Increasingly, I see international collective efforts to mitigate greenhouse gas emissions quickly and substantially to be pie-in-the-sky. There are some extremely influential behavioral dimensions that lie at the heart of high-level, large-scale collective actions like those being negotiated in Copenhagen – becoming all the more powerful as we deal with potentially transformative policies.
I believe that the Copenhagen conference will be a deservedly high-profile event that will draw public attention to the political and economic challenges of coordinating on mitigation policies. The emphatic voice of the physical science, however, will be muffled by what we seem to love best: gamesmanship. Adding to the problem, the sense of urgency conveyed by the physical science is dampened by the fact that many of the projected negative impacts of climate change will manifest down the road, perhaps more acutely in poor, less politically powerful nations. Our challenge is a moral one as much as it is a political and economic one.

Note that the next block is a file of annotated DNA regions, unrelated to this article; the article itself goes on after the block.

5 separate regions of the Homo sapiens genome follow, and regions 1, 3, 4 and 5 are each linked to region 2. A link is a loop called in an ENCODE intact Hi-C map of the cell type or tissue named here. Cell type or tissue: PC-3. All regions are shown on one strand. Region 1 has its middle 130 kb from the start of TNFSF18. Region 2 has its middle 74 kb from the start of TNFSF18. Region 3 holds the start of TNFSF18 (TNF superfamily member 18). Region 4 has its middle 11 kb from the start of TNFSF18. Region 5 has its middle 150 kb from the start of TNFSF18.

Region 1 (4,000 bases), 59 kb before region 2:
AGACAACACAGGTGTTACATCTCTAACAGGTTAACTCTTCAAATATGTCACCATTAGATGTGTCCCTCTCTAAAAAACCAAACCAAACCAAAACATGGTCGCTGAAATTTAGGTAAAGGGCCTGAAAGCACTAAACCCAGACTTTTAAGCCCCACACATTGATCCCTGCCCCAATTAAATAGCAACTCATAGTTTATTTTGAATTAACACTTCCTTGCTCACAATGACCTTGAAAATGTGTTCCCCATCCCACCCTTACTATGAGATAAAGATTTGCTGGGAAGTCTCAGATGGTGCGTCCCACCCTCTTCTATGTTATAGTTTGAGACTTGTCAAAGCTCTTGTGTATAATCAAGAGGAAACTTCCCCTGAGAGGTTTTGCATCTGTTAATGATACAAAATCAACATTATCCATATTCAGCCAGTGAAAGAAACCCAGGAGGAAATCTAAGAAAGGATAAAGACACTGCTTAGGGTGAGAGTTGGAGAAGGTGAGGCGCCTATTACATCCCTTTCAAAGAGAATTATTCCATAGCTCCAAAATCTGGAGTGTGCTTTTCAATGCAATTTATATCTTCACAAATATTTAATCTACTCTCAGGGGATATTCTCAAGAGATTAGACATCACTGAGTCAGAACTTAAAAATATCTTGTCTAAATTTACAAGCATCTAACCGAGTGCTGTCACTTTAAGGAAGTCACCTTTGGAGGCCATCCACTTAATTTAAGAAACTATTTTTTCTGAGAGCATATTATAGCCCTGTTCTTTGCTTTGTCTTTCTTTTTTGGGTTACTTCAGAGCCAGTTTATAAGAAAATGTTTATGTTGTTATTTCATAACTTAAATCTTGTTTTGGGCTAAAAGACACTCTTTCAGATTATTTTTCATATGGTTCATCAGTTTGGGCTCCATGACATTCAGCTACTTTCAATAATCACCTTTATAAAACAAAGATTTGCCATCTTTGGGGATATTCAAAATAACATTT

In Copenhagen, I am looking forward to participating in discussions about the future of adaptation policy. I sometimes question whether my interest in adaptation was borne largely out of my perceiving the problems on the mitigation side of things to be intractable. Whatever the case, I love the science of livelihood development and environmental change, and see great hope in the progressive actions of some governments, aid groups, and social entrepreneurs around the world.
I will update on the meetings that I attend. Until then, I’ll be condemning email hacking to anyone who wants to listen (and probably to those who don’t)! Dr. Gavin Schmidt should be applauded for how he’s led the calm, courteous, and effective response to the public release of 13 years of private email correspondence among climate scientists.
Written by NICHOLAS PARKER, School of Natural Resources & Environment.